Smarketing: The Gap between Marketing and Sales
October 12, 2017
In most companies, the sales and the marketing departments operate independently, working towards different goals. Salespeople are totally sales focused, prospecting leads in order to reach out and ultimately, close deals. The marketing department traditionally focuses on branding, communications and promotions. With the proliferation of digital media and the transition of marketing communications towards online platforms, marketing objectives have become less and less relevant to the sales department. So-called “vanity metrics” like the number of fans, followers, impressions and clicks started to overshadow the true objective of the marketing departments function, which is priming prospects for the sales pipeline to achieve the overall business goal of increasing sales.
HubSpot’s State of Inbound Report 2017 shows that only 22% of the respondents feel that their company’s sales and marketing teams are closely aligned. Departmental alignment has become a critical factor in the overall success of the business. The first step toward the alignment between sales and marketing involves placing the customer, or the future customer, at the centre of all your sales and marketing efforts. When sales and marketing departments are solving different problems, you’ll find lower levels of success. Consider a motor vehicle driving in two different directions – higher levels of friction and fuel-consumption and less forward motion.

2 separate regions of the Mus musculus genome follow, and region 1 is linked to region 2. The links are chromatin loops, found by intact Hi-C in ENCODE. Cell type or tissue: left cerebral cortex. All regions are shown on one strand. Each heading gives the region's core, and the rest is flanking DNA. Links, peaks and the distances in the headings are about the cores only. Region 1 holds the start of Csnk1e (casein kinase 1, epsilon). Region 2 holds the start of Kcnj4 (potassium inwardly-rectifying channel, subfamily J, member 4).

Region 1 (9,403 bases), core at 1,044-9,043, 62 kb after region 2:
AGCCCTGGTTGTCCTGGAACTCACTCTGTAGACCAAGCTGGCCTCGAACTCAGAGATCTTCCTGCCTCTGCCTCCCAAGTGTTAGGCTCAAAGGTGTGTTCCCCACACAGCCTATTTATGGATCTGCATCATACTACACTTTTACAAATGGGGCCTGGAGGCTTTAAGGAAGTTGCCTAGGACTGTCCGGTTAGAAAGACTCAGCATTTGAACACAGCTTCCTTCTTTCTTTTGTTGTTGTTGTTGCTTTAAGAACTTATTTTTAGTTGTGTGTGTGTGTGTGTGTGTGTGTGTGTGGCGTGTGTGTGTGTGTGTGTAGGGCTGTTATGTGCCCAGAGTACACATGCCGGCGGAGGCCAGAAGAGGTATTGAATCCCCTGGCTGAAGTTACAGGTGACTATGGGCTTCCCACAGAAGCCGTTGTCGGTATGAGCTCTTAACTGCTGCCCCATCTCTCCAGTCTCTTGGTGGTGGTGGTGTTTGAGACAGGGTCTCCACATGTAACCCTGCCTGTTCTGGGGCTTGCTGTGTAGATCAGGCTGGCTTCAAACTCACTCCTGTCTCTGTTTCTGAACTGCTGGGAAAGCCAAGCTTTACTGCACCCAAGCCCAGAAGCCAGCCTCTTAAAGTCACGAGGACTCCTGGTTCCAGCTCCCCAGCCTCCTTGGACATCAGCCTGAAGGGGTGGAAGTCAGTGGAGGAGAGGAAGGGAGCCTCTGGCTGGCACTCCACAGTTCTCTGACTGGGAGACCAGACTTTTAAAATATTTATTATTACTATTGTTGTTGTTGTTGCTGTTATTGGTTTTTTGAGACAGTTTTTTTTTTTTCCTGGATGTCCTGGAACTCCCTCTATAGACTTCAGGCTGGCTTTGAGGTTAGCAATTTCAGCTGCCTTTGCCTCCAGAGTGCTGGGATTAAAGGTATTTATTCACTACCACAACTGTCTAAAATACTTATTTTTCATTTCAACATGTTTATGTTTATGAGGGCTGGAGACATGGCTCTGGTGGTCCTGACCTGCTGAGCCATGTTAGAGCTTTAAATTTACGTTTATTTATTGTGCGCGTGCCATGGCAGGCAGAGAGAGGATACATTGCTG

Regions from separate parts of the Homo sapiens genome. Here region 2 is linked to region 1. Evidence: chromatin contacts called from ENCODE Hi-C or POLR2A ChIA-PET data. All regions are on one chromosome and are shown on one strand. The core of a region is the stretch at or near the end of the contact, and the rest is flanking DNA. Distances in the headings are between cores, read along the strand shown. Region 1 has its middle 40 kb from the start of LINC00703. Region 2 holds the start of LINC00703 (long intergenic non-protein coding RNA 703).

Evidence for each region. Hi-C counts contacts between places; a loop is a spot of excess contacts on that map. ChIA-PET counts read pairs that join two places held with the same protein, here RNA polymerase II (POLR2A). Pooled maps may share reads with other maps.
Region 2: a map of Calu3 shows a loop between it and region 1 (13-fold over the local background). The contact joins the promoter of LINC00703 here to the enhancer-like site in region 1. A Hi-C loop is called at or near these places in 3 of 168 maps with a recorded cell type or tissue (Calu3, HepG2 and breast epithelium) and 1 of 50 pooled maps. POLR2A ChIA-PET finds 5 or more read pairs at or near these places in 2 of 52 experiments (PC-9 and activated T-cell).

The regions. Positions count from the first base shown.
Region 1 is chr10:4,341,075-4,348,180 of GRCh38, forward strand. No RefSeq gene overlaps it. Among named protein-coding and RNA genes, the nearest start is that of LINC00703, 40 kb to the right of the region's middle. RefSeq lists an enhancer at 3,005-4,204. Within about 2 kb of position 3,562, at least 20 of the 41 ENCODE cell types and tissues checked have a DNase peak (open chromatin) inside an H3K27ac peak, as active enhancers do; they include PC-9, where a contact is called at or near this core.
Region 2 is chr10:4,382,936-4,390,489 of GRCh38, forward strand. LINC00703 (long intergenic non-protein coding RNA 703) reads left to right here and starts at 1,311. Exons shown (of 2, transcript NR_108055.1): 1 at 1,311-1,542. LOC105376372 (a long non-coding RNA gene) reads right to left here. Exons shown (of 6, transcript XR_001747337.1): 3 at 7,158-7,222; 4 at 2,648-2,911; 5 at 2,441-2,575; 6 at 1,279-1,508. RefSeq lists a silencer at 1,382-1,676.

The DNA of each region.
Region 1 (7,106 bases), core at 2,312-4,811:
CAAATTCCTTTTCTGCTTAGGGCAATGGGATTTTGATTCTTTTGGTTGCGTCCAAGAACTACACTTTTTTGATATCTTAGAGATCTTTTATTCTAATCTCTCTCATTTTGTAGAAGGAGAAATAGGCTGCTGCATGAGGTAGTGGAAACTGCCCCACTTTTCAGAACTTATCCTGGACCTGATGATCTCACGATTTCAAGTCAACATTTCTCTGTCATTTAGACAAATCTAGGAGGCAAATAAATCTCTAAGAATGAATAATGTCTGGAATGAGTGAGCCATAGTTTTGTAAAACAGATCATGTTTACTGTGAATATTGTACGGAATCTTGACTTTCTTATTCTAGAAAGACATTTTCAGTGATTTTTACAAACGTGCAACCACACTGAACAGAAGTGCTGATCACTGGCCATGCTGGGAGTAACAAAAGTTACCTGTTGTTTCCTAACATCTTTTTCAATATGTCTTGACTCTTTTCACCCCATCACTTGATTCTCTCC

HubSpot defines “smarketing” as the process of aligning sales and marketing teams around common goals within a business or organisation, focused on improving revenue.
So, how do you begin to align your company’s marketing and sales efforts?
Clearly defined objectives
The first step towards true sales and marketing alignment is for the two teams to agree on their joint objectives and suggest approaches that could work to meet these. Tactics need to be tested and measured in order to understand their impact on the goals set out by the two teams. This is a process and will require flexibility and revision in order for the team to find the process that works for them.
Adopting processes that work
Once the two teams have achieved a certain amount of success in meeting their joint goals, it is time to operationalise this process and formalise the framework, be it meetings, documents and other process work. Where the previous step was about getting people on the same page, this step is about keeping them there. Consider monthly (or weekly) report back sessions where the teams can continuously re-align and re-optimise their process.
Choosing technology partners that enable success
Too many organisations operate several different technologies across the business, many of which do not offer integrated functionality across the different departments. Often costs are duplicated on functionality that is replicated across technology stacks, but there are still gaps in the job to be done, which need to be filled by band-aid solutions.
Modern software companies, such as HubSpot, offer a full-service marketing and sales solution where lead generation, pipeline information, communication collateral, contact databases and reporting are housed and managed. This big data is neatly summarised into one executive dashboard that gives all stakeholders in the business a comprehensive view of the entire marketing and sales programme.